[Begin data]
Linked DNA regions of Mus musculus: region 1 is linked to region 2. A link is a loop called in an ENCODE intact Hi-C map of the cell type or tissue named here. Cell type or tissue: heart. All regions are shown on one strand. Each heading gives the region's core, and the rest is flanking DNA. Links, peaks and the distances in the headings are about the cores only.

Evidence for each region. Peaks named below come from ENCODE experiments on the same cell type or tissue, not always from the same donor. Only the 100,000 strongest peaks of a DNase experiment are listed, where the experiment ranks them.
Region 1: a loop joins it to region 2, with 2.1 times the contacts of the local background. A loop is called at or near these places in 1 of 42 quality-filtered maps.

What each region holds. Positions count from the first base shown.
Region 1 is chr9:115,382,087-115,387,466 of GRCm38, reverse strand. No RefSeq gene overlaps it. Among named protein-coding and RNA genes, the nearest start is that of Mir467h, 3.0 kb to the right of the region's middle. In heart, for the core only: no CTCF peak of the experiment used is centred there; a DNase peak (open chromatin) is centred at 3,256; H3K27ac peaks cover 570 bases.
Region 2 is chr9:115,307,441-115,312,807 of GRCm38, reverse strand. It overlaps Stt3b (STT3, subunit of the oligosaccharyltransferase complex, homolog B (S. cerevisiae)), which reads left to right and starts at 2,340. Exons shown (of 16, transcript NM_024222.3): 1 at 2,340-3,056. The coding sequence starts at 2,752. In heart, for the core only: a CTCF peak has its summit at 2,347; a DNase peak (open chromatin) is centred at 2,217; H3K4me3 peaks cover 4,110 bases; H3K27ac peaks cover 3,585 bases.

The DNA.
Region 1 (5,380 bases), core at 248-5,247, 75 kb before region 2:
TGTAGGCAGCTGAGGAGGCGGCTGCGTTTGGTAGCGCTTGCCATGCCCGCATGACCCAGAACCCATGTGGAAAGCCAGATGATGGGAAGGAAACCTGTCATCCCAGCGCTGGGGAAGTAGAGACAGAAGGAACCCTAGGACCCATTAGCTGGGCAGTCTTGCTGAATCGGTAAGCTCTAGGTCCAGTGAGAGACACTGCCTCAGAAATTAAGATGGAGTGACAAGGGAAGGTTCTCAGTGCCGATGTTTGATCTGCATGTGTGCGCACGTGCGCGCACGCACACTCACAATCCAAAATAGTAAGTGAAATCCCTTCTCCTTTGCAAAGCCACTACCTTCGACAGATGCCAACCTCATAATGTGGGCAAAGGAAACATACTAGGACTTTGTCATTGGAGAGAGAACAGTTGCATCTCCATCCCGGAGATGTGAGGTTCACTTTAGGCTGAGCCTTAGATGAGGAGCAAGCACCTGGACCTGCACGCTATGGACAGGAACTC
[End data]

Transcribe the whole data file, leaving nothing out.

Linked DNA regions of Mus musculus: region 1 is linked to region 2. A link is a loop called in an ENCODE intact Hi-C map of the cell type or tissue named here. Cell type or tissue: heart. All regions are shown on one strand. Each heading gives the region's core, and the rest is flanking DNA. Links, peaks and the distances in the headings are about the cores only.

Evidence for each region. Peaks named below come from ENCODE experiments on the same cell type or tissue, not always from the same donor. Only the 100,000 strongest peaks of a DNase experiment are listed, where the experiment ranks them.
Region 1: a loop joins it to region 2, with 2.1 times the contacts of the local background. A loop is called at or near these places in 1 of 42 quality-filtered maps.

What each region holds. Positions count from the first base shown.
Region 1 is chr9:115,382,087-115,387,466 of GRCm38, reverse strand. No RefSeq gene overlaps it. Among named protein-coding and RNA genes, the nearest start is that of Mir467h, 3.0 kb to the right of the region's middle. In heart, for the core only: no CTCF peak of the experiment used is centred there; a DNase peak (open chromatin) is centred at 3,256; H3K27ac peaks cover 570 bases.
Region 2 is chr9:115,307,441-115,312,807 of GRCm38, reverse strand. It overlaps Stt3b (STT3, subunit of the oligosaccharyltransferase complex, homolog B (S. cerevisiae)), which reads left to right and starts at 2,340. Exons shown (of 16, transcript NM_024222.3): 1 at 2,340-3,056. The coding sequence starts at 2,752. In heart, for the core only: a CTCF peak has its summit at 2,347; a DNase peak (open chromatin) is centred at 2,217; H3K4me3 peaks cover 4,110 bases; H3K27ac peaks cover 3,585 bases.

The DNA.
Region 1 (5,380 bases), core at 248-5,247, 75 kb before region 2:
TGTAGGCAGCTGAGGAGGCGGCTGCGTTTGGTAGCGCTTGCCATGCCCGCATGACCCAGAACCCATGTGGAAAGCCAGATGATGGGAAGGAAACCTGTCATCCCAGCGCTGGGGAAGTAGAGACAGAAGGAACCCTAGGACCCATTAGCTGGGCAGTCTTGCTGAATCGGTAAGCTCTAGGTCCAGTGAGAGACACTGCCTCAGAAATTAAGATGGAGTGACAAGGGAAGGTTCTCAGTGCCGATGTTTGATCTGCATGTGTGCGCACGTGCGCGCACGCACACTCACAATCCAAAATAGTAAGTGAAATCCCTTCTCCTTTGCAAAGCCACTACCTTCGACAGATGCCAACCTCATAATGTGGGCAAAGGAAACATACTAGGACTTTGTCATTGGAGAGAGAACAGTTGCATCTCCATCCCGGAGATGTGAGGTTCACTTTAGGCTGAGCCTTAGATGAGGAGCAAGCACCTGGACCTGCACGCTATGGACAGGAACTC